PiP can do the same 62 mph in EV mode. PiP also has over 3x larger battery capacity (4.4 vs 1.4 kWh) with more power (38 vs 35 kW) in a lighter (3,165 vs 3,607 lbs) vehicle.

    At 65mph, PiP gets 50 MPG (in HV mode after battery depleted) so I made a good choice. **self validation** :whistle:
     
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  15. John H

    John H Senior Member

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    How many of these comparisons are using the onboard computed mpg rather than actual measured fuel consumption and mileage?
     
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  16. austingreen

    austingreen Senior Member

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    That definitely wasn't what I read. They seemed to like the car quite a bit better than the prius v, with the caveat -
    Then to your point if you drive above 62 will you burn more gas than a prius v? YMMV
    It seems they accelerated harder in the c-max, because it could from the write up. That may burn more gas. The c-max also takes quite a hit if you are going 75mph. They didn't really test it at 65. It won't really brake or outmaneuver better than a prius v according to instrumentation.

    If you drive like car and driver your better off with a tdi. The prius c got 39mpg, the prius v 35 mpg, and the c-max 32 mpg. It appears that you need to drive the c-max and these other hybrids differently than car and driver does to get your over 40 mpg:) I think the eco-moder people will tell us what that is soon.
     
  17. Husker4theSpurs

    Husker4theSpurs Active Member

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    Hey guys,

    Wanted to stop in with a longer term report (over 30,000 miles in less than 11 months). I am not trying to stir things up (there are things i really miss about my Prius) just wanted to give a report after close to a year with the C-Max.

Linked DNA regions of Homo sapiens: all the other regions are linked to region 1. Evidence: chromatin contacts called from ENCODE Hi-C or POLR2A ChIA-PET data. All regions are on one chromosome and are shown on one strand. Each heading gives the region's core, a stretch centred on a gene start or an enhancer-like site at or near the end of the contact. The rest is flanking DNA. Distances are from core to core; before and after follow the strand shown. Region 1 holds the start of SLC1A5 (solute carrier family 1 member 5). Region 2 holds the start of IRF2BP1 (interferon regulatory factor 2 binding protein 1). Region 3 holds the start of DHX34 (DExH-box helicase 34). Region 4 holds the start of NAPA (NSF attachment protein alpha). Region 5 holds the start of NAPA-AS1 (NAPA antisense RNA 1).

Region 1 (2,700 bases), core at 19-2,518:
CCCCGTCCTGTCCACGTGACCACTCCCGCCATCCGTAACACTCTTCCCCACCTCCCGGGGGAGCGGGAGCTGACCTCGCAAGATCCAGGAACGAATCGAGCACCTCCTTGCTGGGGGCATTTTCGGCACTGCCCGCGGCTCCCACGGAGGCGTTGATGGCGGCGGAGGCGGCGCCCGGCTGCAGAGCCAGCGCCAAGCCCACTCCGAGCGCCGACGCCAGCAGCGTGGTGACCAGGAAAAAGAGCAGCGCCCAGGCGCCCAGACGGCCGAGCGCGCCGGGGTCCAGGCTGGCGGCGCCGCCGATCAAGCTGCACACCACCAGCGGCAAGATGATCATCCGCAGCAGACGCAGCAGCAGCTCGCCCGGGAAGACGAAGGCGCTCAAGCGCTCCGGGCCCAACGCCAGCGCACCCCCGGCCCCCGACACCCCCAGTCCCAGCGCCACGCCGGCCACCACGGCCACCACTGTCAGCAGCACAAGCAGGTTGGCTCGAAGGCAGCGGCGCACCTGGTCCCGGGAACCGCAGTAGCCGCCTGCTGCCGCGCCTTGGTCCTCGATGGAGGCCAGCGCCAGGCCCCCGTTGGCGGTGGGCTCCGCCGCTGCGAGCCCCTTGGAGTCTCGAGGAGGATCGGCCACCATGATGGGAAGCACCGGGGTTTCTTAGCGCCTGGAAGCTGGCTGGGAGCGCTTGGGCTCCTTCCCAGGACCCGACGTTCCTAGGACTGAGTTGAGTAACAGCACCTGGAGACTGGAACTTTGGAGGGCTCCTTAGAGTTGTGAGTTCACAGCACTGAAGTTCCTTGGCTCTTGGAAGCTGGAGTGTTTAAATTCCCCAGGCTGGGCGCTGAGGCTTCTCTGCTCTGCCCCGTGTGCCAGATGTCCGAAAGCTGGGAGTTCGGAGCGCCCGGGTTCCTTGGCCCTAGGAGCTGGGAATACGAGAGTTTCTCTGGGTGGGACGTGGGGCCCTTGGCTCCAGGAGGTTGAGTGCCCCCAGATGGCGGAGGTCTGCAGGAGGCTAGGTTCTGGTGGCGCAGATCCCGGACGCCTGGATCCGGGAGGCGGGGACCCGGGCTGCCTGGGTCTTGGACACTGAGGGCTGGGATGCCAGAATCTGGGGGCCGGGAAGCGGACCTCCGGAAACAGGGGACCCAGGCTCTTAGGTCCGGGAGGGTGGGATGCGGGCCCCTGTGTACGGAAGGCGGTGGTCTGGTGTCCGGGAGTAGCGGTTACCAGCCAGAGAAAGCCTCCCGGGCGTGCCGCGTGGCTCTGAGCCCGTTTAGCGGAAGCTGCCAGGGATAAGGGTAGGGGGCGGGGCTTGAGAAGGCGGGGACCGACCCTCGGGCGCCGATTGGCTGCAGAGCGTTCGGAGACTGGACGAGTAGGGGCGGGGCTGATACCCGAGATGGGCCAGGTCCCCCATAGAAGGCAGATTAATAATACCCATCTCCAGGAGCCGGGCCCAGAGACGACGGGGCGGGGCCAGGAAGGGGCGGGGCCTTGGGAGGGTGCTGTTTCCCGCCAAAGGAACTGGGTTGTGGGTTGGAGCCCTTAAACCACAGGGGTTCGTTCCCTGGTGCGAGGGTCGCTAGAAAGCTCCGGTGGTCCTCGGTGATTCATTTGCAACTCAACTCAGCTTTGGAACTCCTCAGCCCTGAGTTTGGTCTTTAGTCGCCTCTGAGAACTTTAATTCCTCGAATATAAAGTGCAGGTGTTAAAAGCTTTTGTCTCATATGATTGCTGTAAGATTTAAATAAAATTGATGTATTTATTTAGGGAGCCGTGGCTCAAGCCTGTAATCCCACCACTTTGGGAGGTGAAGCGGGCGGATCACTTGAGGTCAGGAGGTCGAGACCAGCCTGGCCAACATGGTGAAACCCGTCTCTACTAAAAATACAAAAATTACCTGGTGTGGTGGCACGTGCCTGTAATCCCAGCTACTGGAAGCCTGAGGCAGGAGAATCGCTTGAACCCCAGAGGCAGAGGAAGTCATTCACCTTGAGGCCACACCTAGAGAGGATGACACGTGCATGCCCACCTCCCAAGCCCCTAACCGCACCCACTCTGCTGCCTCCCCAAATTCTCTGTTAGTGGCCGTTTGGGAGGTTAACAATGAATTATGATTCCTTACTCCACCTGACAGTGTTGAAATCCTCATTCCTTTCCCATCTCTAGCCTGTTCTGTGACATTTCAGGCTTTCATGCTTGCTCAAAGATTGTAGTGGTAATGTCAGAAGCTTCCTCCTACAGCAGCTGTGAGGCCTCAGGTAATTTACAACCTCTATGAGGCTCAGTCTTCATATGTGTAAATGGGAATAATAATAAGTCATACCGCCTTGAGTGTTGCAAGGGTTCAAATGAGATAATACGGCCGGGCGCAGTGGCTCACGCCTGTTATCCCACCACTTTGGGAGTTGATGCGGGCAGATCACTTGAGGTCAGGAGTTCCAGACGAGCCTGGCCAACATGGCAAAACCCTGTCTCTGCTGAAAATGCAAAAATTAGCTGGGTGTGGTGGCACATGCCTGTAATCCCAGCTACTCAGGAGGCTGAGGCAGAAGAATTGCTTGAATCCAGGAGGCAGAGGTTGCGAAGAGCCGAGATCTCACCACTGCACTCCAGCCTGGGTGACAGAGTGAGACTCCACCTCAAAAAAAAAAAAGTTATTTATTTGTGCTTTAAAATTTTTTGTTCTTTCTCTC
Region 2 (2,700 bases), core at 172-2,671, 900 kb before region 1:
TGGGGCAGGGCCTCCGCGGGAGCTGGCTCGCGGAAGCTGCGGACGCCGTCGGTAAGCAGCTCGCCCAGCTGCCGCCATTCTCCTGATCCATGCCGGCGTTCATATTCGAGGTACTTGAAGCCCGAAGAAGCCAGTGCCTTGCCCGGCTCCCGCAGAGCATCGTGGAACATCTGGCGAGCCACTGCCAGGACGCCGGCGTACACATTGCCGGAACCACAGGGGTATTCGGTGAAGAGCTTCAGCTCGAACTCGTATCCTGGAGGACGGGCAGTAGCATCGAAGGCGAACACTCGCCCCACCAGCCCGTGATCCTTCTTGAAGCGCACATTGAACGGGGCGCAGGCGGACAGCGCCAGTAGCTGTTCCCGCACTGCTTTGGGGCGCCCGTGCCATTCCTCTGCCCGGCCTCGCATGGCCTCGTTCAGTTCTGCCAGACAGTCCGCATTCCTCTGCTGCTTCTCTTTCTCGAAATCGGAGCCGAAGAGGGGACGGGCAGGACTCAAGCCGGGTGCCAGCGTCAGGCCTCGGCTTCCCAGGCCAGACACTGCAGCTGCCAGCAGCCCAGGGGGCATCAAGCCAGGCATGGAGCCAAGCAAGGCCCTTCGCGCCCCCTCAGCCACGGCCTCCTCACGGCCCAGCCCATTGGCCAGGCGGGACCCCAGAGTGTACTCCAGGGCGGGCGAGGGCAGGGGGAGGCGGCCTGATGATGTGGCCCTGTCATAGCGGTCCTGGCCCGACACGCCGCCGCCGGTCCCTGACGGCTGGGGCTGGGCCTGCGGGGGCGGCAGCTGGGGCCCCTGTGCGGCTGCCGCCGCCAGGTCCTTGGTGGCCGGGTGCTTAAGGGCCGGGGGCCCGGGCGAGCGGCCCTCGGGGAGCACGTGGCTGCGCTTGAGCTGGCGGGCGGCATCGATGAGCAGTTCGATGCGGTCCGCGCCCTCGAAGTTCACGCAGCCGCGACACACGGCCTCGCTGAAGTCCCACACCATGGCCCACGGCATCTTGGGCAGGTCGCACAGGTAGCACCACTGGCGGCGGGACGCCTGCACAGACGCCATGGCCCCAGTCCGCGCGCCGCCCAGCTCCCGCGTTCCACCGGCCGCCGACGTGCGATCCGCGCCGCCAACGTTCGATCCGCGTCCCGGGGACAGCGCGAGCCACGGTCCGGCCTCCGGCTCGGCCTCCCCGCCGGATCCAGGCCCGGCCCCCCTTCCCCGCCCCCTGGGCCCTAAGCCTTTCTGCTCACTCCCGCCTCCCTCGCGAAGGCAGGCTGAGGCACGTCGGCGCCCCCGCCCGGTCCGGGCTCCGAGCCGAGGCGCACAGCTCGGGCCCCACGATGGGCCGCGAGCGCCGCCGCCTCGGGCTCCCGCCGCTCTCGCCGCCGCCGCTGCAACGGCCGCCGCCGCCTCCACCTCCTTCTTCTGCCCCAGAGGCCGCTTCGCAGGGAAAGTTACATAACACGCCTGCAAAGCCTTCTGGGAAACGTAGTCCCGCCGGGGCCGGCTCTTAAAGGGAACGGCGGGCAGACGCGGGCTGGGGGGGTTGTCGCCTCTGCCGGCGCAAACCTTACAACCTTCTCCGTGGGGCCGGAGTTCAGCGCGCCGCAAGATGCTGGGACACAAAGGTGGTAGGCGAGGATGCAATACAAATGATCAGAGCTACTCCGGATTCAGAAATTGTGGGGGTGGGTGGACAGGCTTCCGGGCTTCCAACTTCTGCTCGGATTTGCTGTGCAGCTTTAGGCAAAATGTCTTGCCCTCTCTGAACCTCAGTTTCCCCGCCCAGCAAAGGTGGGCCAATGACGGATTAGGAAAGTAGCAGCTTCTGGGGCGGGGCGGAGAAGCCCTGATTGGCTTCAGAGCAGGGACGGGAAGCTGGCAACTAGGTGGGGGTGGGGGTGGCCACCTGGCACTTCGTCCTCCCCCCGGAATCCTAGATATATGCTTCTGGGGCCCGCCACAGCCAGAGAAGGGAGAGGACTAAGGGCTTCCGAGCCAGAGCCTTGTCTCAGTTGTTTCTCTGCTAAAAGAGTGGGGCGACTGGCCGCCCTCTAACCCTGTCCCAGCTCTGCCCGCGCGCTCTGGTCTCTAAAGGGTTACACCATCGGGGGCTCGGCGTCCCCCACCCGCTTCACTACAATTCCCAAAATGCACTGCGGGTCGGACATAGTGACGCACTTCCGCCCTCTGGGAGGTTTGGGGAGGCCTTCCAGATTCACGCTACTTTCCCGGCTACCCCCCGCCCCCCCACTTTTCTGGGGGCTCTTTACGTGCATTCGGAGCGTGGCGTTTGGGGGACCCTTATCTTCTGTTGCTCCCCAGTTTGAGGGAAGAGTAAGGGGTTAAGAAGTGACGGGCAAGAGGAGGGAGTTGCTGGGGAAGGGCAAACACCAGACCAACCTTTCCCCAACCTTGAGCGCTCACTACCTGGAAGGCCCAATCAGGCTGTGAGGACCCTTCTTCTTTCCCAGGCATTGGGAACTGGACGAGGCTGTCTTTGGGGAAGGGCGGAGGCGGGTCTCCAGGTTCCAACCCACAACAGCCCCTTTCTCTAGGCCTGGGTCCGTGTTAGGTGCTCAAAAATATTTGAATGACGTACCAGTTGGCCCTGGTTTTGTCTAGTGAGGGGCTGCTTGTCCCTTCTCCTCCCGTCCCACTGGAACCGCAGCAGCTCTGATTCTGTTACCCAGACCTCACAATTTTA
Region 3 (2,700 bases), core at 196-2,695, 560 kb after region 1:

Recently Ford put out a software update that raised the EV threshold to 85mph as well as other "tweaks" to help it achieve better fuel economy. For reference I traded In a Gen 3 2010 Prius with Package Five when purchasing a loaded C Max.

    My longer term musings:
    - C Max is noticeably more "fun" (relatively speaking of course) to drive and more comfortable in general in both city and highway driving.
    - the Prius makes better use of its space. It seemed there were a lot of nooks and crannies to fit things in random areas in the Prius however headroom is significantly better in the C Max especially for rear passengers. The rear bench in the C Max is not exactly super comfortable however.
    - C Max much more stable at Interstate speeds and significantly less road noise as well.
    - the niceties in the C Max are noticeably nicer. The seat heaters are GREAT versus the Prius. The seats are substantially more comfortable. The interior feels more upscale and less full of hard plastics.
    - the C Max handles the snow and ice significantly better (mostly due to weight I'm sure)

    As far as fuel economy I estimate the C Max obtains 6-8 mpg less than the Prius in most situations. I have received a slight bump in efficiency with the software update and can obtain just under 50mpg in town with effort (Prius for me would've been 56mpg). Interstate driving around here for me results in 35-37 mpg in the C Max (driving 79mph). In the Prius this resulted in 43-45 mpg. Highway trips at 64mph result in 39-41 mpg - Prius would've been 47-49 mpg. We just came back from a 5000 mile road trip involving lots of interstate travel and averaged 38mpg ... the Prius averaged 44-46mpg on a trip like that prior.